Bill Young: Without giving away any of the ending to anybody, which I won’t reveal it but you have to imagine when audiences are watching it, they’re almost standing up and cheering and just saying…finally.
Nathan Page: (laughing) I don’t want to give anything away but…yeah.
Bill Young: No, no I don’t want to do that, but that’s the first thing I thought is like Oh My God, three seasons and finally.
Nathan Page: Yeah, it’s sort of a valve release.
Bill Young: What is it about Phryne Fisher where you have a character like Jack, where there is what seemingly is a lifetime of being toyed with, deceived, betrayed but not in a real sense, but you still can’t resist her,
Nathan Page: I think when they found each other, initially, there was a bit of surprise for both to have this attraction. It’s a slow dance around each other for a long period of time and I think they’re both surprised by that. I think that eventually they both need each other, rely on each other for the very assets that individually they don’t have so it’s a really nice counterbalance of a relationship that’s necessary there.
Bill Young: One of the things that I that I love about all British, Australian and New Zealand television is the ensemble casts are so well put together. Here you have Rupert Penry-Jones, you have Miriam Margolyes. The interesting thing is that as with the series and especially with the feature, you think of somebody like Margot Wilson, the costume designer, is almost a character in the film, because the costumes are so important. And, you’re getting a suit AND a safari suit.
Nathan Page: Yeah, I know! I managed to get another suit! I think you’re right. I think it is a character and that’s the attraction to the 1920s period drama. It’s one of the big ones anyway. Marion Boyce did the TV series so beautifully and then Margo steps up on the film and did a wonderful job. It is another character entirely and I think that that’s one of the attractions to the fan base in that era.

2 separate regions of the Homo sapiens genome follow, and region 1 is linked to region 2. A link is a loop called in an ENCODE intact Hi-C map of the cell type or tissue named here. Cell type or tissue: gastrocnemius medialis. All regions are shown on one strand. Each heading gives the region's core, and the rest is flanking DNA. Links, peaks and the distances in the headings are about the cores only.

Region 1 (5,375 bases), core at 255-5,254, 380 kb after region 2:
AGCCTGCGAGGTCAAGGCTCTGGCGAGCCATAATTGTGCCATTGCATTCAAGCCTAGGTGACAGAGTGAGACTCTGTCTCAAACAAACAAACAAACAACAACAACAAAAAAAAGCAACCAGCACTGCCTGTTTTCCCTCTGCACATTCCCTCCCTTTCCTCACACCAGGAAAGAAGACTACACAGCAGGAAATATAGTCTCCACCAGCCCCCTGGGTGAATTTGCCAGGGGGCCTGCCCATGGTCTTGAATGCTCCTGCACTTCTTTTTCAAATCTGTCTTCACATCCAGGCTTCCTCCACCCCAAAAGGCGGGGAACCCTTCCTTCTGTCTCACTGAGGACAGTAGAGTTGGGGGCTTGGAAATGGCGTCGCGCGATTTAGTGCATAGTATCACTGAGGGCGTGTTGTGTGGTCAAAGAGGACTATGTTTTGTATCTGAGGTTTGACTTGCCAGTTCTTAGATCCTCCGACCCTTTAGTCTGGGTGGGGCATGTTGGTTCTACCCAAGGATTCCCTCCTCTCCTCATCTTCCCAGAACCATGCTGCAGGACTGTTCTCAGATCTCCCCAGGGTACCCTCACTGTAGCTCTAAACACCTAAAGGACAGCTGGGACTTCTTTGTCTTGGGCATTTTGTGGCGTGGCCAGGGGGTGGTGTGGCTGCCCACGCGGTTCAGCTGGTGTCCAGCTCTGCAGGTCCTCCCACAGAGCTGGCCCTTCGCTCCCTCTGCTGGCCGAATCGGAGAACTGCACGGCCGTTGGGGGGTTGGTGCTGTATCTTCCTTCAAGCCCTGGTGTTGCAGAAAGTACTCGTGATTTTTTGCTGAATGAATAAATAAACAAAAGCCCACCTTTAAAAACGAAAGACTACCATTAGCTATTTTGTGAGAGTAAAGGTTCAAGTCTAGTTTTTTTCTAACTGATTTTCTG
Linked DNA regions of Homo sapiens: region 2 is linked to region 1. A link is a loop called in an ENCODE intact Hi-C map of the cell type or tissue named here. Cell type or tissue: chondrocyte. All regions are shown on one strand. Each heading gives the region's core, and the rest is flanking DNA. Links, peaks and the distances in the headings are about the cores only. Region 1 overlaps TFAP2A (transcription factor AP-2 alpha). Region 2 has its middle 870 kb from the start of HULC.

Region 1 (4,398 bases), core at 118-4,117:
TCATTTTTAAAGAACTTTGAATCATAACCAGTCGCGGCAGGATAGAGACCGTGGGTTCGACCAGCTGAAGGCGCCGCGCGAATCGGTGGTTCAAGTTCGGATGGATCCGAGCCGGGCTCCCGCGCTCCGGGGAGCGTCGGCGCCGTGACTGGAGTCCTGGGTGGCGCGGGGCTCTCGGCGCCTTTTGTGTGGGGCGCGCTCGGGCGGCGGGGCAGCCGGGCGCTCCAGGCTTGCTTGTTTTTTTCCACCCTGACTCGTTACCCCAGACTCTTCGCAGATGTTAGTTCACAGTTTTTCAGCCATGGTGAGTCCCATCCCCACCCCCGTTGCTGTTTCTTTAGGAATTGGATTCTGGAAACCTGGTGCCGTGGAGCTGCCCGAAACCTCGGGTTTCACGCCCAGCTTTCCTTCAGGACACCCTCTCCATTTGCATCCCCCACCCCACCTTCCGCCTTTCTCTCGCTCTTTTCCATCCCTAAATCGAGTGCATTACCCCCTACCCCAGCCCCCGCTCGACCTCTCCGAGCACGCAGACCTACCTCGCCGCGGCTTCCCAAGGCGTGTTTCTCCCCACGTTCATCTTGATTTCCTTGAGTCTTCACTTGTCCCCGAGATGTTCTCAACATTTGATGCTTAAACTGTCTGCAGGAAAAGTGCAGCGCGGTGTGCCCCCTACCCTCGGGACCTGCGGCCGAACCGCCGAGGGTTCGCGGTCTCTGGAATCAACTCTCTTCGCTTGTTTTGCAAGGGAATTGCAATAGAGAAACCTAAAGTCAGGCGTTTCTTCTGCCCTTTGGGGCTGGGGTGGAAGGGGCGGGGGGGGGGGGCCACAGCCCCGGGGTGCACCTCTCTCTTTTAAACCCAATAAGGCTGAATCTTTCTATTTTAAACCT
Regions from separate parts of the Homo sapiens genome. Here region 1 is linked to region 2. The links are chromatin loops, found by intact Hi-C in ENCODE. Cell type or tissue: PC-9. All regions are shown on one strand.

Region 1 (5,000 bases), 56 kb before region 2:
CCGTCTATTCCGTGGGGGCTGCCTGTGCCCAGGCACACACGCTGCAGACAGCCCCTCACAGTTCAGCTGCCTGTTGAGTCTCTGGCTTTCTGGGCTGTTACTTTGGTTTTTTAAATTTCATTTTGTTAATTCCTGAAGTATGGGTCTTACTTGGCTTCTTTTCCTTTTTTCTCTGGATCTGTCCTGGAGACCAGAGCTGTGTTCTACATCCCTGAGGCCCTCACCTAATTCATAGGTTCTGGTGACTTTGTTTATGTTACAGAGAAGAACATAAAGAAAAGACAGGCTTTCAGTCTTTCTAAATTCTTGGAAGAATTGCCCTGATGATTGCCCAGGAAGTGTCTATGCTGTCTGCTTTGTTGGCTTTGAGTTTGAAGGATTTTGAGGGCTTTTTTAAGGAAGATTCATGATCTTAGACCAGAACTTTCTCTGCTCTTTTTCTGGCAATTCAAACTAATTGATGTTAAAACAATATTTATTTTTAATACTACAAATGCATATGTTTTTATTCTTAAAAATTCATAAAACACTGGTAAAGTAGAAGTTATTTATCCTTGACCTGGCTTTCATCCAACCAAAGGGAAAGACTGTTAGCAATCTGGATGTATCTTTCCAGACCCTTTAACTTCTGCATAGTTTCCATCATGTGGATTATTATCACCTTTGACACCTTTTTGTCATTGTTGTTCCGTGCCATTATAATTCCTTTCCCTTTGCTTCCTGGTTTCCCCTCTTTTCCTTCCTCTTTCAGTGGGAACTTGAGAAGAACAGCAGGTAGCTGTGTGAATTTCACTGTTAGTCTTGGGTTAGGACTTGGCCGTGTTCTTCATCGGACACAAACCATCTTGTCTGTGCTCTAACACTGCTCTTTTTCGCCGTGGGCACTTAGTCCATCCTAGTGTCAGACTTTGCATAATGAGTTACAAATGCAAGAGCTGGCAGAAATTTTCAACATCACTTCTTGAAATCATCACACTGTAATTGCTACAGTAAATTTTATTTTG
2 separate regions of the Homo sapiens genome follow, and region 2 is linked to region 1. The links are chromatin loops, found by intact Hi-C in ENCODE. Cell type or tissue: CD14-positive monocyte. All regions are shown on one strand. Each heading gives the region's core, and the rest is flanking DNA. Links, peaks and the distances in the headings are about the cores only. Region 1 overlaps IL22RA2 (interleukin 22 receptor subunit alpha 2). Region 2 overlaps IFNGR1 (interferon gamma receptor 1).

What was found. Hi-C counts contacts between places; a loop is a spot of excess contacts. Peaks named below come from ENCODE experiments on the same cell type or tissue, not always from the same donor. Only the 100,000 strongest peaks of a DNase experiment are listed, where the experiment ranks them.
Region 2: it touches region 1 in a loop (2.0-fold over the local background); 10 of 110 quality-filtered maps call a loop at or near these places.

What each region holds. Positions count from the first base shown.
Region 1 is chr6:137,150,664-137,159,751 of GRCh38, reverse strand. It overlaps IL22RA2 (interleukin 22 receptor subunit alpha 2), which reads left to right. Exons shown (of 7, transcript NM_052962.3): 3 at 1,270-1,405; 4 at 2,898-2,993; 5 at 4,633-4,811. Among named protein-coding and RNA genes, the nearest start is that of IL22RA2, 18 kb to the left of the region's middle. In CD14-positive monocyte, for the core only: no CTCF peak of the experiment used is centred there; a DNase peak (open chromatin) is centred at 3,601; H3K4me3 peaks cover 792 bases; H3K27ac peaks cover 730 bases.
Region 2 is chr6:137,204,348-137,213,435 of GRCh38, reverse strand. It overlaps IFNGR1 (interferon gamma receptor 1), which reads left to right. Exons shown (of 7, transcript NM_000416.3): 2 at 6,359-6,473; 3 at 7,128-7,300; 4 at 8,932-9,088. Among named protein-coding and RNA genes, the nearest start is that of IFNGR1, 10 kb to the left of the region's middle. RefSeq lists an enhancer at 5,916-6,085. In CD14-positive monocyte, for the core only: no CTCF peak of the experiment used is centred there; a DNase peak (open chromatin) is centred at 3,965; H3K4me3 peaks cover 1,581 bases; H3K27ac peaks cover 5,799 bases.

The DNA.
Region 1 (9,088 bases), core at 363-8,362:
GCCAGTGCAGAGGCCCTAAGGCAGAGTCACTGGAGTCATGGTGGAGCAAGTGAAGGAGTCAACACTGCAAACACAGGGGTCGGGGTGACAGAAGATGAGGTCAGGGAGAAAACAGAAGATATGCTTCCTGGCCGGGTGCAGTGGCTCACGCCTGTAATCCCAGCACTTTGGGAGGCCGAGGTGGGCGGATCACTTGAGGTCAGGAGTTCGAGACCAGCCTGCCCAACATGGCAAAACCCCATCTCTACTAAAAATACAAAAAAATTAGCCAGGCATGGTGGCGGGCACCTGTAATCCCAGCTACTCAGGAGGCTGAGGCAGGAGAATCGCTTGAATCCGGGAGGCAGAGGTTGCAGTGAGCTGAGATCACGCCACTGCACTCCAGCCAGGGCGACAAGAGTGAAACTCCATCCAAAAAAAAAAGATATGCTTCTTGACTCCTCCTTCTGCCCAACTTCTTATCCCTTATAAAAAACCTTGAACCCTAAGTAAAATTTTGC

It was amazing to see all these people come from all over the world, descend upon Sydney and particularly Melbourne and they would dress up to the nines. And they had that experience, they came out for the premieres, had the experience and they sort of went into the dark together as a group experience so it’s really the costuming is a big part of that and I think it’s a wonderful community, kind of communal kind of vibe that draws them all together.
Bill Young: Looking at the backdrop of Morocco and the fact you used quite a bit of a local crew. Your first impression of Morocco is that it’s out in the middle of nowhere, which it could actually be in the Sahara Desert but there’s a lot going on from a film standpoint over there.
Nathan Page: I think there is I mean they’re shooting big blockbusters over there. Mission Impossible and so forth so they’re pretty well equipped to be doing a little film like us. It was a pretty amazing experience for us because while they’re shooting for a short period, we got the full scope of it.
It would have been interesting to shoot it the other way around so glad we got to go to Morocco first because what happened was, surprisingly for us, we brought back this momentum for us. Particularly I see myself and the director and the cinematographer, Tony Tilse and Roger Lanser, where everyone had this sort of feel, the momentum was so visceral from coming from Morocco. And it wasn’t lost on us when we got to Melbourne.
I, personally, loved going to Morocco and I’d never been there before and I spent a little bit time in Marrakesh beforehand before filming so essentially my trajectory was while they started filming, I was drinking beers in Marrakesh. Then I had to move my way from the madness of Marrakech eventually, over to complete desert pristine quiet. It was it was quite interesting.
Bill Young: I know you’ve done a fair amount of work in TV, film and stage. Is there anything that you pull from one of the others or are there things that you can pull from a stage work to a feature or TV to feature or feature back to stage?
Nathan Page: I think there’s always those sort of connective tissue between them all. The joy of theater, I guess, is that it’s usually a very whittled down, low budget affair. I’m aware that a lot of a lot of kids coming out of drama school in the US and certainly in Australia just heading to LA without cutting their teeth on the board at all but you know there’s something really, really, there’s a real depth of having to cut your teeth in the theater and hopefully bring it to the screen. I got to experience a lot of that with the actors that I worked on here that we’re doing guest roles beautiful actors, and also on the TV series I got to work with so many beautiful stage actors that hold their own completely on the screen as well so I get to watch them weave their magic.
Bill Young: I want to take a minute on behalf of all Miss Fisher fans to say thank you for bringing this back and I look forward to having everybody see it on the big screen and on AcornTV so I appreciate it very much.
Nathan Page: Thank you, Bill. Take care.
Miss Fisher and the Crypt of Tears streams beginning today on AcornTV.